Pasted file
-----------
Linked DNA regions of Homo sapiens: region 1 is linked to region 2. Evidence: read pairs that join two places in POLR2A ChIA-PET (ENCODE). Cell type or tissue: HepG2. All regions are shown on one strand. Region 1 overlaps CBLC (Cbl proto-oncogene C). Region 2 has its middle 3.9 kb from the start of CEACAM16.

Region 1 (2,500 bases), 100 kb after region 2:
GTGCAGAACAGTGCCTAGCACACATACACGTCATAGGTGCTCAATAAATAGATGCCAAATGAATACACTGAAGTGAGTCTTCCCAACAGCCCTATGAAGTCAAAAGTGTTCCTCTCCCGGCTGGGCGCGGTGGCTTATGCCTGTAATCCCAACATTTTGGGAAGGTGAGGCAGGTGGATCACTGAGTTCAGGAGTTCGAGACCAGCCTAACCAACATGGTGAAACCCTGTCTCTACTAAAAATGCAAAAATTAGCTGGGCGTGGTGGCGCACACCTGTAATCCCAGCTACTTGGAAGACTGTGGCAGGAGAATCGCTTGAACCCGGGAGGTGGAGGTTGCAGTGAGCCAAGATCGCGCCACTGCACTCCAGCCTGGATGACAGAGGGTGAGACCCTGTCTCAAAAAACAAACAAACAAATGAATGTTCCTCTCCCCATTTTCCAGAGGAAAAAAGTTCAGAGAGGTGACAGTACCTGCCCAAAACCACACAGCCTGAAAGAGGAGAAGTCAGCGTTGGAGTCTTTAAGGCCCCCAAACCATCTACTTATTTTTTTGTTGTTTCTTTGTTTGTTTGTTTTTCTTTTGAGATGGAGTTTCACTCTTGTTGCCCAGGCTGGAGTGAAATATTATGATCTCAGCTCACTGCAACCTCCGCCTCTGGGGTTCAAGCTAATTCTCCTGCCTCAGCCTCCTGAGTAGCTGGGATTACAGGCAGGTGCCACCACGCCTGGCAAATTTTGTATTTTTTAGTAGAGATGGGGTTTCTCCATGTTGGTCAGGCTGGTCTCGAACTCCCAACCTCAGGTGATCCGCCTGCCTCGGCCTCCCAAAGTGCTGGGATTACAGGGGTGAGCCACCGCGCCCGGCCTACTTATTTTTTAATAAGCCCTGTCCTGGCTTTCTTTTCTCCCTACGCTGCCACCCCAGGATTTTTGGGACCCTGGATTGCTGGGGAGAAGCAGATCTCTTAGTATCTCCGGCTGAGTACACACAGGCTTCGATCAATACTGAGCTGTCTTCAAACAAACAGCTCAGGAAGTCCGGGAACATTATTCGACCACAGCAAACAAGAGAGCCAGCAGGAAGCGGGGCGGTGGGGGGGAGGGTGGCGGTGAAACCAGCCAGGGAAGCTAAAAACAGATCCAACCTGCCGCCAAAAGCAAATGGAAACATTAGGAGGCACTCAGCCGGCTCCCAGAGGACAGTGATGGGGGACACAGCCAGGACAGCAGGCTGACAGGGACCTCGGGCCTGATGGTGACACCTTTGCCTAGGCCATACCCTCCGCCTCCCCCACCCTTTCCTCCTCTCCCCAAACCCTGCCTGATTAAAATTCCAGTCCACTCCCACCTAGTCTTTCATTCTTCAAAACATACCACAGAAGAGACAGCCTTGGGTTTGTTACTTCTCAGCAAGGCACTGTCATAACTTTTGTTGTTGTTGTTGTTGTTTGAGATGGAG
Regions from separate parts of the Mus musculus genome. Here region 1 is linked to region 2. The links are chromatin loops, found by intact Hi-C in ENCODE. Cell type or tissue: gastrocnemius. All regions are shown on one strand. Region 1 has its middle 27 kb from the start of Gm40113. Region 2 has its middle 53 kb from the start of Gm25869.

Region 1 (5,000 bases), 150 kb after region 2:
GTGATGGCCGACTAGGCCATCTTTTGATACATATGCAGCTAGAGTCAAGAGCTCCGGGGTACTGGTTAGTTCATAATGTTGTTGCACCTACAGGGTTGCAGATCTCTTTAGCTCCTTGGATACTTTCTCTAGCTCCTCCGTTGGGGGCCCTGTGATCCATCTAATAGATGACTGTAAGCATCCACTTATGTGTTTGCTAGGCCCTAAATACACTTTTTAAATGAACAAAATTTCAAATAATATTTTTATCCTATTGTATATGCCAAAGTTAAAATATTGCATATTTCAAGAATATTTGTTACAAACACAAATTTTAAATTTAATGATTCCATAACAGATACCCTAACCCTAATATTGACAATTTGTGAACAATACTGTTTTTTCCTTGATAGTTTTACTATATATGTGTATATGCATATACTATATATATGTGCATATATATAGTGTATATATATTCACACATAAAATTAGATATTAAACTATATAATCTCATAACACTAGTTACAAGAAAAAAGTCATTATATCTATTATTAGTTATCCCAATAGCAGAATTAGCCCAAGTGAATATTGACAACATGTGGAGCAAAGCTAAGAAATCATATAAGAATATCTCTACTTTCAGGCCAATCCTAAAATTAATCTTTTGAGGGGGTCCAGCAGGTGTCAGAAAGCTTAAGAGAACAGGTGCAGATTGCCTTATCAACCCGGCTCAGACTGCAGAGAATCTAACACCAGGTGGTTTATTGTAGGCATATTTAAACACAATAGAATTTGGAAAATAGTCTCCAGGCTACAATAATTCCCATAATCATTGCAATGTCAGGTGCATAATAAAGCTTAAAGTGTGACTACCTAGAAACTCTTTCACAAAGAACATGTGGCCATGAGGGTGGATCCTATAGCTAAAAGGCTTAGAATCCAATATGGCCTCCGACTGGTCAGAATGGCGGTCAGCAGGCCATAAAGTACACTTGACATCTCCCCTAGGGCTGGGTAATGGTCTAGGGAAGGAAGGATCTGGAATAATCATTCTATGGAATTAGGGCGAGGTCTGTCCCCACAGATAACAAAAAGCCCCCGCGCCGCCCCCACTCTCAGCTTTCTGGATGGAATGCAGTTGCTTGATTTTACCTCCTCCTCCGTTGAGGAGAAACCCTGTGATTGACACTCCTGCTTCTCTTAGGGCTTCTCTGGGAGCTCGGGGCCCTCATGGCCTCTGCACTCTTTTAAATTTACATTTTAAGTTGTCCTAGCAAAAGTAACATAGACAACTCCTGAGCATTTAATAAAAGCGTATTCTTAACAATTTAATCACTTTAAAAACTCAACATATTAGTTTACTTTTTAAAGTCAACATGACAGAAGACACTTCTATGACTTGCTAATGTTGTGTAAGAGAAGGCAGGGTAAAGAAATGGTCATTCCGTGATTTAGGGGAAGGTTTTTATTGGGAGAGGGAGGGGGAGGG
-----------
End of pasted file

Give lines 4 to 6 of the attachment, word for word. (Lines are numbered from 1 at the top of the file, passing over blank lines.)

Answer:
Regions from separate parts of the Mus musculus genome. Here region 1 is linked to region 2. The links are chromatin loops, found by intact Hi-C in ENCODE. Cell type or tissue: gastrocnemius. All regions are shown on one strand. Region 1 has its middle 27 kb from the start of Gm40113. Region 2 has its middle 53 kb from the start of Gm25869.

Region 1 (5,000 bases), 150 kb after region 2:
GTGATGGCCGACTAGGCCATCTTTTGATACATATGCAGCTAGAGTCAAGAGCTCCGGGGTACTGGTTAGTTCATAATGTTGTTGCACCTACAGGGTTGCAGATCTCTTTAGCTCCTTGGATACTTTCTCTAGCTCCTCCGTTGGGGGCCCTGTGATCCATCTAATAGATGACTGTAAGCATCCACTTATGTGTTTGCTAGGCCCTAAATACACTTTTTAAATGAACAAAATTTCAAATAATATTTTTATCCTATTGTATATGCCAAAGTTAAAATATTGCATATTTCAAGAATATTTGTTACAAACACAAATTTTAAATTTAATGATTCCATAACAGATACCCTAACCCTAATATTGACAATTTGTGAACAATACTGTTTTTTCCTTGATAGTTTTACTATATATGTGTATATGCATATACTATATATATGTGCATATATATAGTGTATATATATTCACACATAAAATTAGATATTAAACTATATAATCTCATAACACTAGTTACAAGAAAAAAGTCATTATATCTATTATTAGTTATCCCAATAGCAGAATTAGCCCAAGTGAATATTGACAACATGTGGAGCAAAGCTAAGAAATCATATAAGAATATCTCTACTTTCAGGCCAATCCTAAAATTAATCTTTTGAGGGGGTCCAGCAGGTGTCAGAAAGCTTAAGAGAACAGGTGCAGATTGCCTTATCAACCCGGCTCAGACTGCAGAGAATCTAACACCAGGTGGTTTATTGTAGGCATATTTAAACACAATAGAATTTGGAAAATAGTCTCCAGGCTACAATAATTCCCATAATCATTGCAATGTCAGGTGCATAATAAAGCTTAAAGTGTGACTACCTAGAAACTCTTTCACAAAGAACATGTGGCCATGAGGGTGGATCCTATAGCTAAAAGGCTTAGAATCCAATATGGCCTCCGACTGGTCAGAATGGCGGTCAGCAGGCCATAAAGTACACTTGACATCTCCCCTAGGGCTGGGTAATGGTCTAGGGAAGGAAGGATCTGGAATAATCATTCTATGGAATTAGGGCGAGGTCTGTCCCCACAGATAACAAAAAGCCCCCGCGCCGCCCCCACTCTCAGCTTTCTGGATGGAATGCAGTTGCTTGATTTTACCTCCTCCTCCGTTGAGGAGAAACCCTGTGATTGACACTCCTGCTTCTCTTAGGGCTTCTCTGGGAGCTCGGGGCCCTCATGGCCTCTGCACTCTTTTAAATTTACATTTTAAGTTGTCCTAGCAAAAGTAACATAGACAACTCCTGAGCATTTAATAAAAGCGTATTCTTAACAATTTAATCACTTTAAAAACTCAACATATTAGTTTACTTTTTAAAGTCAACATGACAGAAGACACTTCTATGACTTGCTAATGTTGTGTAAGAGAAGGCAGGGTAAAGAAATGGTCATTCCGTGATTTAGGGGAAGGTTTTTATTGGGAGAGGGAGGGGGAGGG